• Display: 4.6" HD (1280x720 pixels), TRILUMINOS™ Display, X-Reality™ engine
  • OS: Google Android 4.4 (KitKat)
  • Processor: Snapdragon 2.5 GHz Qualcomm Quad-core, Adreno 330 GPU
  • Memory: 2GB RAM, 16GB Internal, up to 128GB external microSD, SDXC supported
  • Camera: 20.7 MP rear camera, 2.2 MP front-facing camera, ISO 12800
  • Battery: 2600 mAh non-removable
  • Durability: Waterproof and dust tight (IP65 and IP68)
  • Network: GSM GPRS/EDGE (2G), UMTS HSPA (3G), LTE (4G)
  • Connectivity: aGPS, Bluetooth® 4.0, DLNA, NFC, GLONASS, USB 2.0, USB Tethering, Wi-Fi® and Wi-Fi Hotspot, ANT+
  • Sound: Sony 3D Surround Sound technology (VPT), Clear Audio+, xLoud™ Experience, DSEE HX, High-res audio, 3.5 mm audio jack with Digital Noise Cancelling (DNC)

Reviewed by Chester Tan
Rating: 4.2 of 5

Tuesday, November 11, 2014

Lenovo Yoga 3 Pro: Hands-On Review For A Week

The Lenovo Yoga 3 Pro officially announced its availability in Singapore on 30 Oct 2014. A few days later, I was provided with a unit to review the product first-hand and share my experience.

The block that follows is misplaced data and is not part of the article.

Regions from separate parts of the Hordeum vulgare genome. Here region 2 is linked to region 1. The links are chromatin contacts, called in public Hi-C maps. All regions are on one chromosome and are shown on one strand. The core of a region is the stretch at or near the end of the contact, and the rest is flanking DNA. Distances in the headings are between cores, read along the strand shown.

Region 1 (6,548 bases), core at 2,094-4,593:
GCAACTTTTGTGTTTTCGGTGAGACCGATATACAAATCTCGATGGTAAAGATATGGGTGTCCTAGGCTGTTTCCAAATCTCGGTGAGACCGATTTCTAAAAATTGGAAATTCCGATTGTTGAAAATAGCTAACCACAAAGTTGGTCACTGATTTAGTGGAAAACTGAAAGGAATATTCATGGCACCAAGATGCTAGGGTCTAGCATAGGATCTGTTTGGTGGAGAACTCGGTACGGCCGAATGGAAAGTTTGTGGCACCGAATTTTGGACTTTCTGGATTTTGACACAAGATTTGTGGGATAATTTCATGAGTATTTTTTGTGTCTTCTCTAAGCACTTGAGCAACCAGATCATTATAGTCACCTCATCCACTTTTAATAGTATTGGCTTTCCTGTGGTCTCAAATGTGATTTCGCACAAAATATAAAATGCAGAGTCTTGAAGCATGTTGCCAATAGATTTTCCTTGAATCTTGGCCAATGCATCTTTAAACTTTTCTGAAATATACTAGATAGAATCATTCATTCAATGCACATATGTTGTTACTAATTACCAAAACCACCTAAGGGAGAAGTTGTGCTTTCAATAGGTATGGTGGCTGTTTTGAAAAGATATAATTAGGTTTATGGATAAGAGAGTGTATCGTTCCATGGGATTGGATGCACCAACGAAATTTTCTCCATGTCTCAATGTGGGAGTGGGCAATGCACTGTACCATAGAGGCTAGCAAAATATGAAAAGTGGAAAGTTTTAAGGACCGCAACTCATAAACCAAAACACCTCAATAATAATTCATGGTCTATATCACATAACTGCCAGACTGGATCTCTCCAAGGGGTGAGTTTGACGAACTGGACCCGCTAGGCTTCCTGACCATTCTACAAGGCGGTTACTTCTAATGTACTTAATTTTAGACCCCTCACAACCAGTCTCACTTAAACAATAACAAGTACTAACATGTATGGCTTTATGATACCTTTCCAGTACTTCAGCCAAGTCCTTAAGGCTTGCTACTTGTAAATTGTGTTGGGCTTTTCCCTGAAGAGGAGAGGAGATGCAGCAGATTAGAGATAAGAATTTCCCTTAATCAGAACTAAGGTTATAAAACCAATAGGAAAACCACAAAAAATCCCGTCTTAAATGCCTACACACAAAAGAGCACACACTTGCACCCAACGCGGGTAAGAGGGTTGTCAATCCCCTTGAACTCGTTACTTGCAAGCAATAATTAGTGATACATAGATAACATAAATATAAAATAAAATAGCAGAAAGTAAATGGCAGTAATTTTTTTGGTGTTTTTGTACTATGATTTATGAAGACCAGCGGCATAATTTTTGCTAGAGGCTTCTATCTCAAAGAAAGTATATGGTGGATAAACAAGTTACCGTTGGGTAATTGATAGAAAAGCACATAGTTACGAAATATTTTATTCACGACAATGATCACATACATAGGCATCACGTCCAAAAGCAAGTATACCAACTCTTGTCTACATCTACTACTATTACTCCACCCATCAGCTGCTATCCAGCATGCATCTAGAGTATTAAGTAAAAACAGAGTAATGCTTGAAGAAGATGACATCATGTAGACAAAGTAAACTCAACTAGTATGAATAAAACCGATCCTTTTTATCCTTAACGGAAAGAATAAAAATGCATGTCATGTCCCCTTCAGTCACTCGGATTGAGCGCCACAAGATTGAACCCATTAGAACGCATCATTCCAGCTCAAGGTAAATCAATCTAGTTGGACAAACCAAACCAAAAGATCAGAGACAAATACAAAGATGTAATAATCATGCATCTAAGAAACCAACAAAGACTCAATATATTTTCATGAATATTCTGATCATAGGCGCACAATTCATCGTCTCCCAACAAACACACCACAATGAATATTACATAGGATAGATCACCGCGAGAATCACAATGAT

The new Yoga 3 Pro has generated a lot of interest, being the first consumer product sold with the latest Intel Core M Broadwell chip. In addition, Lenovo is the pioneer in designing a convertible laptop that folds 360-degrees, a concept which was initially met with skepticism by consumers but soon copied by other manufacturers. With the latest Yoga generation, Lenovo is once again at the forefront of innovating this multimode design.

Yoga 3 Pro Review Unit Specs

  • Processor: Intel dual-core Core M-70 (5Y70) 1.1GHz (2.6GHz with Turbo boost)
  • Graphics: integrated, Intel HD Graphics 5300
  • Memory: 8GB DDR3L RAM
  • Storage: 256GB SSD
  • OS: Windows 8.1 Pro 64-bit
  • Display: 13.3" QHD+ 3200x1800 touchscreen
  • Ports: 2x USB3.0, 1x USB2.0, Micro HDMI, 4-in-1 Card Reader, Audio Combo Jack
  • Connectivity: Wi-Fi 802.11ac, Bluetooth 4.0, Gigabit LAN (no Ethernet port)
  • Audio: JBL stereo speakers
  • Camera: 720p
  • Weight: 1.19kg
  • Dimension: 300 x 228 x 12.88mm
  • Published Battery Life: 9 hrs

First Ultrabook Using Intel Core M Processor

The new Yoga 3 Pro is fitted with the latest Intel Core M (Broadwell) processor. It is a big deal because this processor can be run without a fan (although Yoga 3 Pro has one, just to keep things cooler), allowing computer makers to design thinner and lighter devices. It also runs at a much lower power (4.5W) compared to previous Intel chips, potentially making devices much more battery-efficient. Based on benchmark test using PassMark Performance Test, the Yoga 3 Pro achieves up to 1493 points.